This is the recommended option. Tahara and Kato [2009] define virtual channels named gap channels to fill the spectral gaps and introduce the spectral compensation method by constrained optimization. The gap channels to fill the AIRS spectral gaps (AIRS gap channels) are defined by 0.5 cm^{-1} intervals, and are characterized by a unique SRF, whose shape is a Gaussian curve with a sigma of 0.5 cm^{-1}. The gap channels to extend the IASI spectral region (IASI gap channels) are defined by the same intervals (0.25 cm^{-1}) and SRFs as the IASI level 1c channels. The radiances of the missing channels are calculated by regression analysis using radiative transfer simulated radiances with respect to the eight atmospheric model profiles as explanatory variables.
Equation 7:
\log I_{i}^{calc} = c_0 + \sum_{k=1}^{K} c_{k}\log I_{i,k}^{sim} ,\ \ (i=hyper\ and\ gap\ channels)
where I_{i}^{calc} is the calculated radiance of the hyper channel i, I_{i,k}^{sim} is the simulated radiance of the hyper channel i with respect to the atmospheric model profile k, c_{k} are regression coefficients, and K is the number of the atmospheric model profiles. Equation 7 introduces logarithm radiances as response and explanatory variables in order to increase fitting accuracy and avoid calculation of negative radiance. The regression coefficients c_{k} are independent of the hyper channels, and are generated for each observing position of the hyper sounder. c_{k} are obtained by the least-square method applying a set of validly observed radiances I_{i}^{obs} in place of I_{i}^{calc} to Equation 7,
Equation 8:
{c_k} = argmin\sum_{i=exist(I_{i}^{obs})}\{\log I_{i}^{obs}-(c_0 + \sum_{k} c_k \log I_{i,k}^{sim})\}^2
Once the regression coefficients c_{k} are computed, the radiances of the missing channels can be calculated by Equation 7. It might be possible to apply the observed radiances of all hyper channels to Equation 8 to compute c_{k} and then calculate the radiances of all missing channels at once. However, this yields a large fitting error in practice. In inter-calibration application, the coefficients c_{k} are computed for each broadband channel spectral region. Equation 7 and Equation 8 use the simulated radiances I_{i,k}^{sim}. For the radiance simulation, this study uses the following eight atmospheric model profiles:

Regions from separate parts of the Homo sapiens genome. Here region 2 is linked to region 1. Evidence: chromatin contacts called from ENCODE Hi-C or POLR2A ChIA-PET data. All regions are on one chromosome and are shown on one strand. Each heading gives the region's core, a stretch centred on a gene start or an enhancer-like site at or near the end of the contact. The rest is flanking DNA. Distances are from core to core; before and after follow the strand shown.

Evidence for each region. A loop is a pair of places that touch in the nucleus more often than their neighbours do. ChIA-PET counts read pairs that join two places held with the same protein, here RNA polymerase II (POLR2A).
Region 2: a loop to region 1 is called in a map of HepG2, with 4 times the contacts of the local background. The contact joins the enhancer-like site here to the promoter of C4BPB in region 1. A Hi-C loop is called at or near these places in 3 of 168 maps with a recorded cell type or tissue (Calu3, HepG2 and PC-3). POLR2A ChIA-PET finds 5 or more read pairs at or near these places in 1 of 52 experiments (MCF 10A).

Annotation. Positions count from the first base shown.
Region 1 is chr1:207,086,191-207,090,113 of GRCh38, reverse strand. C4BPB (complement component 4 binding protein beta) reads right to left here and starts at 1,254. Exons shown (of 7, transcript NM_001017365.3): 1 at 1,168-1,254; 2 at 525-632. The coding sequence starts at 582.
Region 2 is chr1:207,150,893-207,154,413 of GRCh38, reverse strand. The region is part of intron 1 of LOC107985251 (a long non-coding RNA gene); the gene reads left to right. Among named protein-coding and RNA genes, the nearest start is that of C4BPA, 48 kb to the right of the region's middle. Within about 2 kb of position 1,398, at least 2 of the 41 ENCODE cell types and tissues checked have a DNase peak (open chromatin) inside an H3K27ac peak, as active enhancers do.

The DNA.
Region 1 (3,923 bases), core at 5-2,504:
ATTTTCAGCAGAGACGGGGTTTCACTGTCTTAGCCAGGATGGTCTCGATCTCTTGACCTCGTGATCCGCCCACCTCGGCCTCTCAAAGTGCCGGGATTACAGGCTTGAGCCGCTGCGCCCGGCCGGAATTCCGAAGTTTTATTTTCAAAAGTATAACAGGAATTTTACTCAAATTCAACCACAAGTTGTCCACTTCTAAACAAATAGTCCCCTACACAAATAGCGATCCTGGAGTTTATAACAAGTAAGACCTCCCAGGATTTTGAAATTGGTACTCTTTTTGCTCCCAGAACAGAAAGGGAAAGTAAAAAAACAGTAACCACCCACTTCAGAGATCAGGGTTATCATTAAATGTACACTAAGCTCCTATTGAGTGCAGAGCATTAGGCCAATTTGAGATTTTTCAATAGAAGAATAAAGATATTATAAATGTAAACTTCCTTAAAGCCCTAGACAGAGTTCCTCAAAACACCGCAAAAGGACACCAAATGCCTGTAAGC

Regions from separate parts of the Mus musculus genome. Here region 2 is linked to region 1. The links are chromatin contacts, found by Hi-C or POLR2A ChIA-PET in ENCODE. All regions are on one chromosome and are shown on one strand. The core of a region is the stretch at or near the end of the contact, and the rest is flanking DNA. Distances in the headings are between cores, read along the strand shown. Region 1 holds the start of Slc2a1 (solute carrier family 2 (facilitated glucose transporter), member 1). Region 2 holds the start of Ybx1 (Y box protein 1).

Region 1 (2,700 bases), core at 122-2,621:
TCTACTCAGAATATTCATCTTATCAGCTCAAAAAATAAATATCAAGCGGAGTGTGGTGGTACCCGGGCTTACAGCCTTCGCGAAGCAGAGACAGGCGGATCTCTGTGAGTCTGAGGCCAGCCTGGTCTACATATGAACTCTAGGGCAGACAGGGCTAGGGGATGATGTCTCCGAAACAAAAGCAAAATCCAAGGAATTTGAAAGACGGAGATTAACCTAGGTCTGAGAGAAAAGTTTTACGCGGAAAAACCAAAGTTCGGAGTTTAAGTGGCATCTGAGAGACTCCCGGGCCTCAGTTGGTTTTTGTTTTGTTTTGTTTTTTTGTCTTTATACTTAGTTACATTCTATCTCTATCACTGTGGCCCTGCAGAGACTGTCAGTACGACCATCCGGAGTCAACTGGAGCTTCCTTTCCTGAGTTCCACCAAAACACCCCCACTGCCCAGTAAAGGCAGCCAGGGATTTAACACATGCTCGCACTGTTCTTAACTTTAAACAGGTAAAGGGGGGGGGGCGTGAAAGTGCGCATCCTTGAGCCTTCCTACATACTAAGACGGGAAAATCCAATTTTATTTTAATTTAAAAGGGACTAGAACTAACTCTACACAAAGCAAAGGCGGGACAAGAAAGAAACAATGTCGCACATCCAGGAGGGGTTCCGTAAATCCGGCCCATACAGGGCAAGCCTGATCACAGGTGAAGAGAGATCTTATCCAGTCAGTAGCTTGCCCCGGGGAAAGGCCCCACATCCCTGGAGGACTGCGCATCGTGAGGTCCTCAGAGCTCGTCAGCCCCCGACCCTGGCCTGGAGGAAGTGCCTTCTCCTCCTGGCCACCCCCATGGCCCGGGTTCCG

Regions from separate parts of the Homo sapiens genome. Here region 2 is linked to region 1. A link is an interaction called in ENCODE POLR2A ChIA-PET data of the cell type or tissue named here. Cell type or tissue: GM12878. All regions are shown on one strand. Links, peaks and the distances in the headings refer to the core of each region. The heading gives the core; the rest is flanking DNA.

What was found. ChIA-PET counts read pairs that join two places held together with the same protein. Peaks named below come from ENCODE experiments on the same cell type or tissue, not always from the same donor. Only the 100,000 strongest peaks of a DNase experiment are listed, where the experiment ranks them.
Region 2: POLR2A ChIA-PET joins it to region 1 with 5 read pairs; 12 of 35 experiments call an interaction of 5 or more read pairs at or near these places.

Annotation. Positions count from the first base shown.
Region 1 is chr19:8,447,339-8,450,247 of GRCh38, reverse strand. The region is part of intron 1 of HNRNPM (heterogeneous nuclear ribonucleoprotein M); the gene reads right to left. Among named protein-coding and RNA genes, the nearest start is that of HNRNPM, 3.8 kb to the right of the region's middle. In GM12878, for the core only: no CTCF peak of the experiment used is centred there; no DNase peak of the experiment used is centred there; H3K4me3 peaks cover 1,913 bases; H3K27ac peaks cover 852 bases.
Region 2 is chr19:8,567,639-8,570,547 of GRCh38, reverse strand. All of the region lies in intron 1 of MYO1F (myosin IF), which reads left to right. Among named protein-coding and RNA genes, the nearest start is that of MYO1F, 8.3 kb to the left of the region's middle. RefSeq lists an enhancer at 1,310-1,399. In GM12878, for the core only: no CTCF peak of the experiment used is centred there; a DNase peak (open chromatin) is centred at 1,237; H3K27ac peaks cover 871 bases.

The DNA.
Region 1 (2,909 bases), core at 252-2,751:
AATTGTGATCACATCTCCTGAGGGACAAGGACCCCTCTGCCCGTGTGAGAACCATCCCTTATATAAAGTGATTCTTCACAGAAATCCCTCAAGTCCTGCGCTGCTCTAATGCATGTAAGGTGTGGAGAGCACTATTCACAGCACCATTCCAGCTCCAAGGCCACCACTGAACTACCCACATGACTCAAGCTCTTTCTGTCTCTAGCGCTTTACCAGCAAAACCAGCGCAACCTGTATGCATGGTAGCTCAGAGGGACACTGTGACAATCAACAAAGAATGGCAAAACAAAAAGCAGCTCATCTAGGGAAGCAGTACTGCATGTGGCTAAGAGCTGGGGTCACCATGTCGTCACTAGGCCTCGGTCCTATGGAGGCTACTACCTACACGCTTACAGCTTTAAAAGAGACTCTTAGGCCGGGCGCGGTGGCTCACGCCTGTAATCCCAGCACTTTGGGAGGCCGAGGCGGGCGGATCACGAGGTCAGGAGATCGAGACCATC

- U.S. standard without cloud,
- U.S. standard with opaque cloud with tops at 500 hPa altitude,
- U.S. standard with opaque cloud with tops at 200 hPa altitude,
- Tropical without cloud,
- Tropical with opaque cloud with tops at 500 hPa altitude,
- Tropical with opaque cloud with tops at 200 hPa altitude,
- Mid-latitude summer without cloud,
- Mid-latitude winter without cloud.
These profiles include not only clear weather conditions but also cloudy conditions because Equation 7 should be applicable under any weather conditions. As for radiative transfer code, the line-by-line code LBLRTM (Clought et al., 1995) version 11.1 is used with the HITRAN2004 spectroscopy line parameter database (Rothman et al., 2003) including the AER updates version 2.0 (AER Web page). The emissivities of the surface and clouds are assumed to be one. The benefit of this spectral compensation method is that it does not use radiative transfer computation in inter-calibration operation. This not only speeds up the computation but also prevents super channel radiance computation from introducing biases contained in radiative transfer code and atmospheric state fields.